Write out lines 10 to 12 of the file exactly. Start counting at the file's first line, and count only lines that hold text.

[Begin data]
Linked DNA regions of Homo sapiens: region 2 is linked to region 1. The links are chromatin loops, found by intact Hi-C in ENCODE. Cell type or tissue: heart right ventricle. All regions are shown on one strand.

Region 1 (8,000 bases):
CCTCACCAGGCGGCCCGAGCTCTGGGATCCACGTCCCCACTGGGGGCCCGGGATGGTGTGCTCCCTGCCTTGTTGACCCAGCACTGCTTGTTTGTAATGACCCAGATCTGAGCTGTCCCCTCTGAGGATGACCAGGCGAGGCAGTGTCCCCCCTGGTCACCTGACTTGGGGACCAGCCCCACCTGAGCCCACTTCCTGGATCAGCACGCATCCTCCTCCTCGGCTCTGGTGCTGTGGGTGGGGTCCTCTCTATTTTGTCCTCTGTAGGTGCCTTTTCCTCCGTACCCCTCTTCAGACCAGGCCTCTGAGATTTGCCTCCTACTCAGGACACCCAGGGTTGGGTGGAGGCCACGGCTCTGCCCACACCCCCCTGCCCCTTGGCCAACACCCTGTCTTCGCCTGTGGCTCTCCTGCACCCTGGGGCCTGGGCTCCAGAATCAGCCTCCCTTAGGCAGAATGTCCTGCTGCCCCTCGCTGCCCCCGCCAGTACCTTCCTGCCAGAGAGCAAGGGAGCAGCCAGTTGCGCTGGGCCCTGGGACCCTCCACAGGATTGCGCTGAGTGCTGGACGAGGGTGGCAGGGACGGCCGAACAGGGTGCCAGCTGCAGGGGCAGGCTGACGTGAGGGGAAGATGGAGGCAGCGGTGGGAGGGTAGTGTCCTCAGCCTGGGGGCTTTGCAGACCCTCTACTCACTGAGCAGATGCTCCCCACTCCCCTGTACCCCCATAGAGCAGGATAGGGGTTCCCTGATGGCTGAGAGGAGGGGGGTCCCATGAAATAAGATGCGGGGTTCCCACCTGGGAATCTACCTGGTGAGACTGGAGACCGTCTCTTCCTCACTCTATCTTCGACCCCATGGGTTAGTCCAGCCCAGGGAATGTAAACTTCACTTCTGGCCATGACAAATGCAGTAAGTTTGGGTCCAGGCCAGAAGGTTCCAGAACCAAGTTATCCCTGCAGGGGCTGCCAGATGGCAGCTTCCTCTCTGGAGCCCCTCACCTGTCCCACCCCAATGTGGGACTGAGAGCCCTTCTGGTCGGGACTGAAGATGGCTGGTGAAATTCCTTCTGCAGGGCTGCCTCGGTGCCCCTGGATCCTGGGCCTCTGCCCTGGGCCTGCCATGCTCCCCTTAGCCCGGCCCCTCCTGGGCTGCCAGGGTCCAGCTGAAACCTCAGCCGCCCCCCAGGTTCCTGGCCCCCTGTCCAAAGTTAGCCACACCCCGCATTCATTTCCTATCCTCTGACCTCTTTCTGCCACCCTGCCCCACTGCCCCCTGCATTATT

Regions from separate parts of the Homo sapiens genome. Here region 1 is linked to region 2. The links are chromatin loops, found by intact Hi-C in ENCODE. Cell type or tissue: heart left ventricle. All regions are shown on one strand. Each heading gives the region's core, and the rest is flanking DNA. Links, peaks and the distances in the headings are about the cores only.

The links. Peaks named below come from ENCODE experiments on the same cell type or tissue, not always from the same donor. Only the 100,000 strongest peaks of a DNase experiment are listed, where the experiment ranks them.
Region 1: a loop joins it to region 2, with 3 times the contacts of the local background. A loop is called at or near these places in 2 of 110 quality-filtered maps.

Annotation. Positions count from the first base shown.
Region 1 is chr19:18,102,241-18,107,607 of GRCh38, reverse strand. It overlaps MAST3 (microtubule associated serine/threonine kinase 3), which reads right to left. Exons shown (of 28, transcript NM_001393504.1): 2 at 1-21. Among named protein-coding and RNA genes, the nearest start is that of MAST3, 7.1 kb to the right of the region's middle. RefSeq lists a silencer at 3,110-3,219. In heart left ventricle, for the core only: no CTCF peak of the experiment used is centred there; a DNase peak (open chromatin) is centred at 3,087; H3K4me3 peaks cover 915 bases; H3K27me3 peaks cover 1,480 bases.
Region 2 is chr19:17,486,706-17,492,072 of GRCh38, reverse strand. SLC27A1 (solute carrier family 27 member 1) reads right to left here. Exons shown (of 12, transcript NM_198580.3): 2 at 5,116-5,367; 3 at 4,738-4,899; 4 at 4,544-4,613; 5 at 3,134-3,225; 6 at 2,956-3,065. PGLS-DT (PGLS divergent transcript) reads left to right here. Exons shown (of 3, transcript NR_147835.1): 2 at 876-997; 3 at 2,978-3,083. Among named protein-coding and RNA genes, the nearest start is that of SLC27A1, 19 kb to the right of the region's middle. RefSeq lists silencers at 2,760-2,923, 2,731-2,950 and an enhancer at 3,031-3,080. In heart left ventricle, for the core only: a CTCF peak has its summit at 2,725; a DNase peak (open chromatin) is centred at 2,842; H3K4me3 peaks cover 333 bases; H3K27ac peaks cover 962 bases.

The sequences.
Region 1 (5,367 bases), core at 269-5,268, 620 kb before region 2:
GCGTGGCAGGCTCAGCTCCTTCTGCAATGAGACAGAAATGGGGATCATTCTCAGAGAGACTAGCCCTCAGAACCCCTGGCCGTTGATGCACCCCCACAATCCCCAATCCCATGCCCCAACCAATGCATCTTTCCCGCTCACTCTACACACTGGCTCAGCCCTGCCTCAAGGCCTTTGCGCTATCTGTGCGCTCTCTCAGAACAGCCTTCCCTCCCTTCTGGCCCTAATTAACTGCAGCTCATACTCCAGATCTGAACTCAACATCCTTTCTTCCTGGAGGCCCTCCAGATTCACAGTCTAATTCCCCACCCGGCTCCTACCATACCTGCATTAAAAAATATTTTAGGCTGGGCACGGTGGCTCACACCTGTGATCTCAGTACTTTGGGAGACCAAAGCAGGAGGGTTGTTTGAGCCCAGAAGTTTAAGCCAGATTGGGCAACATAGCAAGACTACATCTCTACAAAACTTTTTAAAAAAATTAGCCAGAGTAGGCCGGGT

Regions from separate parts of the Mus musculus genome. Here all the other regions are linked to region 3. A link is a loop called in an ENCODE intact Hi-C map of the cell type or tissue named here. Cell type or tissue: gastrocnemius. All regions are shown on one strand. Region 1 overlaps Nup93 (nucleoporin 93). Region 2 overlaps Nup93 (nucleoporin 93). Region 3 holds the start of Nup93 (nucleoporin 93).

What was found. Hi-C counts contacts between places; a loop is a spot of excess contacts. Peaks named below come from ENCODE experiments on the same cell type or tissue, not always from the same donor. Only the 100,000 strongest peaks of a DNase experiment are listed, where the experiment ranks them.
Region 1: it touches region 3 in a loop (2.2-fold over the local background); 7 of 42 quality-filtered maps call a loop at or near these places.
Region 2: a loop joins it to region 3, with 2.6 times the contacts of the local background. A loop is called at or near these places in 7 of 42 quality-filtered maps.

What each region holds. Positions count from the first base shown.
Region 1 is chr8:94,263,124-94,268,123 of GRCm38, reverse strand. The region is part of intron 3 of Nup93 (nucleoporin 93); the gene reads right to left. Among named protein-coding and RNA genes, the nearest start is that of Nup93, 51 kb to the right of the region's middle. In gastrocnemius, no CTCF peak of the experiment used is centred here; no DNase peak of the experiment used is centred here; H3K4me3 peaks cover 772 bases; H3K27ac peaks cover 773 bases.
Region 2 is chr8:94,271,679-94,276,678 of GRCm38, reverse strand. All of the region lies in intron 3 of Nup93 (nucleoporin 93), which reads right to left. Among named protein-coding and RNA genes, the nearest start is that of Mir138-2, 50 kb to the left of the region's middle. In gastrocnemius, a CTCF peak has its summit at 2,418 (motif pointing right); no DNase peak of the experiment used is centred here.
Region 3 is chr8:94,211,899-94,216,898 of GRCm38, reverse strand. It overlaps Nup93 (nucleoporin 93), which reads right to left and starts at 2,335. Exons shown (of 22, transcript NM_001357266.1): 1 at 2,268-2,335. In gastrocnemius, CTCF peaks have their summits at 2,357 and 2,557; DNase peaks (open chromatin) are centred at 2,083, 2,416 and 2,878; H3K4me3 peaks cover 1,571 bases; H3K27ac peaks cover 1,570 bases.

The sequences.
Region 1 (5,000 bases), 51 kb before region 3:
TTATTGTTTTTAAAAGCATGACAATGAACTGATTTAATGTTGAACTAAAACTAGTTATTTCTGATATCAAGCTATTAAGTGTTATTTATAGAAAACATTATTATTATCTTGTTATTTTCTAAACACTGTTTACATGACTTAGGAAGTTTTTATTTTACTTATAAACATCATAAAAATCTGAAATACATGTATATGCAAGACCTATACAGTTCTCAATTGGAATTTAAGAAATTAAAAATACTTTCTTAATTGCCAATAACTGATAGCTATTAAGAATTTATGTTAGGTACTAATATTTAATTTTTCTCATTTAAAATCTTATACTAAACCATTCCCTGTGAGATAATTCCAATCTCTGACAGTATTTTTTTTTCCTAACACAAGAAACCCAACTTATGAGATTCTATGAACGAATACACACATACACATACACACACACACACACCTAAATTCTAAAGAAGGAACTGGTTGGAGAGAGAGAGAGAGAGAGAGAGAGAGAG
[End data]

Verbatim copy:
The sequences.
Region 1 (5,367 bases), core at 269-5,268, 620 kb before region 2:
GCGTGGCAGGCTCAGCTCCTTCTGCAATGAGACAGAAATGGGGATCATTCTCAGAGAGACTAGCCCTCAGAACCCCTGGCCGTTGATGCACCCCCACAATCCCCAATCCCATGCCCCAACCAATGCATCTTTCCCGCTCACTCTACACACTGGCTCAGCCCTGCCTCAAGGCCTTTGCGCTATCTGTGCGCTCTCTCAGAACAGCCTTCCCTCCCTTCTGGCCCTAATTAACTGCAGCTCATACTCCAGATCTGAACTCAACATCCTTTCTTCCTGGAGGCCCTCCAGATTCACAGTCTAATTCCCCACCCGGCTCCTACCATACCTGCATTAAAAAATATTTTAGGCTGGGCACGGTGGCTCACACCTGTGATCTCAGTACTTTGGGAGACCAAAGCAGGAGGGTTGTTTGAGCCCAGAAGTTTAAGCCAGATTGGGCAACATAGCAAGACTACATCTCTACAAAACTTTTTAAAAAAATTAGCCAGAGTAGGCCGGGT